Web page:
Notre Dame to the ACC - Odds and Ends

SOUTH BEND, IN - SEPTEMBER 17: Notre Dame Stadium is seen while the Notre Dame Fighting Irish play the Michigan State Spartans during the first half September 17, 2011at Notre Dame Stadium in South Bend, Indiana. Notre Dame defeated Michigan State 31-13. (Photo by John Gress/Getty Images)

So we've all know about Notre Dame joining the ACC for all sports besides football, with the caveat that they will play five ACC teams in football every year. But what does it mean?

-In my opinion, this is just the first step in phasing Notre Dame into the ACC as a full-everything member. It may not be for five, 15, 25 years from now, but eventually the college football landscape will force Notre Dame to put their football program in a conference, and now, that conference will be the ACC. This step will appease the alumni for a few years, get them acquainted with ACC football, sell out a few ACC stadiums every year, and most importantly for Notre Dame, rescue the rest of their athletic department from having to go play Memphis in things.

This also helps Notre Dame manage the mess that would have occurred if they were still fully independent in the event that the major conferences all move to nine game schedules.

-Despite a history with Pitt, Miami, and Boston College, it sounds like the five teams that Notre Dame plays will rotate, so we'll being seeing the Irish every three years. I have no idea how this effects the four game series we already have set up with them (2014-2017, two games in South Bend, two in Metlife) will be effected, as I doubt Syracuse gets to play them four years in a row, but don't hold your breath on those Metlife games being moved to Syracuse, unfortunately.

-The $50 million buyout is probably the biggest thing for Syracuse, and the other ACC members. This almost assures that Florida State, Clemson, Miami et al are in this for the long haul. I can't imagine any of those schools willingly giving up over two years worth of athletics profits to leave.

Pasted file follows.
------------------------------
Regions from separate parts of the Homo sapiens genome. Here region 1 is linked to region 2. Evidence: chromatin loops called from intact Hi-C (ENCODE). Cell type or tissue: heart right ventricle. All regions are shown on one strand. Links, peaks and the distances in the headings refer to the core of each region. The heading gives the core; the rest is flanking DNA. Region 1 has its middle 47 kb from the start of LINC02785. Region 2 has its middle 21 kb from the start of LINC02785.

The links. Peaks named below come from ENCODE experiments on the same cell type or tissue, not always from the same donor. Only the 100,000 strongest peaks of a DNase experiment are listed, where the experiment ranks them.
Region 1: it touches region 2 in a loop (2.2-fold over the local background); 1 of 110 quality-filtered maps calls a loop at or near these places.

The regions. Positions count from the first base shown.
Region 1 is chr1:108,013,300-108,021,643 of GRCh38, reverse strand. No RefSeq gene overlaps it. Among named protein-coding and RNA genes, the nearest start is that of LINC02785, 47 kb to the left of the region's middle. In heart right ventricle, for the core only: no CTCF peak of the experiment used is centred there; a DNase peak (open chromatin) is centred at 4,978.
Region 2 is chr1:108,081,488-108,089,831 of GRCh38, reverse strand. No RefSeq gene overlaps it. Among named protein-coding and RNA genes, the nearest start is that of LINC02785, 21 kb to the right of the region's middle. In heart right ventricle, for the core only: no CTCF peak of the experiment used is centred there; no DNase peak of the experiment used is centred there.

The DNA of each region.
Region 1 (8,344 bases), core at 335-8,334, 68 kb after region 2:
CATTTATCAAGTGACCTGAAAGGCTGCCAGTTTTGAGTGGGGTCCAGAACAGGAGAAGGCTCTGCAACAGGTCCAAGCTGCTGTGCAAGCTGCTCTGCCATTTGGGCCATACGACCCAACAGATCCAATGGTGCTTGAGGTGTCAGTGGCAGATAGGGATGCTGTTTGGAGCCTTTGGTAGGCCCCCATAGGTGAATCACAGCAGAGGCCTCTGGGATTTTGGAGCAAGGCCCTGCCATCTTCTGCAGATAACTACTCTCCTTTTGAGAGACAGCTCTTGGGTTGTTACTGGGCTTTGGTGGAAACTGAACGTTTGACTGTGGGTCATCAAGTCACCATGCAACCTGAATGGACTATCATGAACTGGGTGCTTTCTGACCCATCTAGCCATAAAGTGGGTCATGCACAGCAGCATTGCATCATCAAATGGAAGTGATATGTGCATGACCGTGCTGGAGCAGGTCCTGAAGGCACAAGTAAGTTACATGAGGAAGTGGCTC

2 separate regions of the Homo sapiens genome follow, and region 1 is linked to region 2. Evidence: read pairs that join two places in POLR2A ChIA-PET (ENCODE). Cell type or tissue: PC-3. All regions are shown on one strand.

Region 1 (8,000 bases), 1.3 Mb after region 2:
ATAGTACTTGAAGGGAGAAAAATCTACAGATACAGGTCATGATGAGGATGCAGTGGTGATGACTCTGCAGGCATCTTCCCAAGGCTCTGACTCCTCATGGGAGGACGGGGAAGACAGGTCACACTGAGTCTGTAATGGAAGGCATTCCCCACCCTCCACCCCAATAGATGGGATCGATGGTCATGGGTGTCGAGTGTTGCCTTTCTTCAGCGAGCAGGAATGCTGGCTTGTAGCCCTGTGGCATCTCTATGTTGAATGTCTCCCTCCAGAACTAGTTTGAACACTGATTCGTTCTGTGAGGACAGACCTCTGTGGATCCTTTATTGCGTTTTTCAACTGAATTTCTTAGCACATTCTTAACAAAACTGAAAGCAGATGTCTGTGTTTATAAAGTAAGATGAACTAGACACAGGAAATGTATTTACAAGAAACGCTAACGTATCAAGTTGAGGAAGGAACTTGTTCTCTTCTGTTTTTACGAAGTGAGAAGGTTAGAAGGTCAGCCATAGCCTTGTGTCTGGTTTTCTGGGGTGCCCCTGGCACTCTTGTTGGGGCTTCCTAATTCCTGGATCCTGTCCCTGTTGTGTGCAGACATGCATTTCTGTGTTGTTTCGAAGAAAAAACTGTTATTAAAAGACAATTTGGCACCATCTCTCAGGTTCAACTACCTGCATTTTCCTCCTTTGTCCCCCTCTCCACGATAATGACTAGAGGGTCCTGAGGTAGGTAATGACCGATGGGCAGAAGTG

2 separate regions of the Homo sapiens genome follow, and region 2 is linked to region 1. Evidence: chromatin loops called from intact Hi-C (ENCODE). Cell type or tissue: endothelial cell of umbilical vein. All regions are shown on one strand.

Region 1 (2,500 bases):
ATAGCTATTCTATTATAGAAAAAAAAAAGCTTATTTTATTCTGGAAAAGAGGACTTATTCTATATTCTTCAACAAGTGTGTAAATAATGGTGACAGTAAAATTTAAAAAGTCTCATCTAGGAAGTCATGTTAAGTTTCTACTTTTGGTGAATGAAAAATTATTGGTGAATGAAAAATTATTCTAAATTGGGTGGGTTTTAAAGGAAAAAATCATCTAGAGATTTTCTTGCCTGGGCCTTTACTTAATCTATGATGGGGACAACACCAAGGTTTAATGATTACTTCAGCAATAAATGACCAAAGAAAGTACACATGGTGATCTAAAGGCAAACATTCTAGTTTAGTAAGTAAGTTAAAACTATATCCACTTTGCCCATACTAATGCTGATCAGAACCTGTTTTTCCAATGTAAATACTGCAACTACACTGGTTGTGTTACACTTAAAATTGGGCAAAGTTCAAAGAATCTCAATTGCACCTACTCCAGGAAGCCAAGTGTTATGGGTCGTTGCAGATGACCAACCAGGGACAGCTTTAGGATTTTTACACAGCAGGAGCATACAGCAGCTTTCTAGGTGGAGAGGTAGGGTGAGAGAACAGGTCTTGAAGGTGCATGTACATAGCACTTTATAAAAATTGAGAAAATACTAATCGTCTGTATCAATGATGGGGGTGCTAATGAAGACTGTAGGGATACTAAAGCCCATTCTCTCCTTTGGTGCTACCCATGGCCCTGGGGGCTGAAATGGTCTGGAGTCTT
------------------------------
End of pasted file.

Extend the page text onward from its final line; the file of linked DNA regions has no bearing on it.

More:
-The ACC can now renegotiate with ESPN again. That $17-20 mm figure that was tossed around will probably move up another few million. And that's without Notre Dame football, which will still be with NBC until their contract expires in 2015. While they could always renew with NBC, I think it is more likely that ESPN gobbles up Notre Dame football. This may be a period where Notre Dame considers moving to the ACC as a full member.

Notre Dame's NBC contract pays the school a reported $15 million a year. If they do join for football eventually, and their revenue is shared, as I can't imagine the ACC would allow them to get a side deal if/when they fully commit, imagine what kind of windfall that will be for the conference.

-While this puts the ACC at 15 members for basketball, I don't see them expanding the conference with a basketball only member. The hope is that Notre Dame joins for football; by taking a basketball-only, the ACC basically concedes to Notre Dame that it can do whatever it wants with football for as long as it wants. I fully expect the ACC to make do with 15 for basketball until it needs a 16th football member. Sorry Georgetown.

-Could we see the 15 teams broken into three, five team pods? This is just my own personal speculation, as nothing has been said about this by any news source, but playing four podmates twice each, plus each other team once would equal an 18 game ACC schedule. This could also help preserve rivalries, which is a big deal to the ACC. I'm thinking Syracuse/Pitt/BC/ND/Maryland, Duke/UNC/Wake/NCSt/UVA, and Miami/FSU/Clemson/VT/GT...

-If the ACC does expand with another football member, I'd be surprised if it came down to anyone but UConn and Rutgers. The ACC isn't looking to venture outside of it's geographical footprint too much (Notre Dame might be in Indiana, but it is an eastern school in identity), and while Louisville has the best available athletic program, the ACC seems pretty steadfast on not bringing in weak academic schools. Florida State and NC State are the floor for ACC academics, and Louisville is still a ways below them. UConn would be my choice because they have a much better overall athletic department than Rutgers.

-Notre Dame joining for Lacrosse allows the ACC to hold a legitimate tournament, and have an automatic bid for the NCAAs (this is mostly a formality). This tournament is going to be absurdity every spring.

I'm not a huge fan of partial membership, but this agreement binds Notre Dame closer to the ACC than they ever were to the Big East, and almost all signs point to Notre Dame football eventually making the jump. This is an incredible move for a conference that was still looking to solidify itself. Once again, John Swofford is on top of his game in conference expansion.

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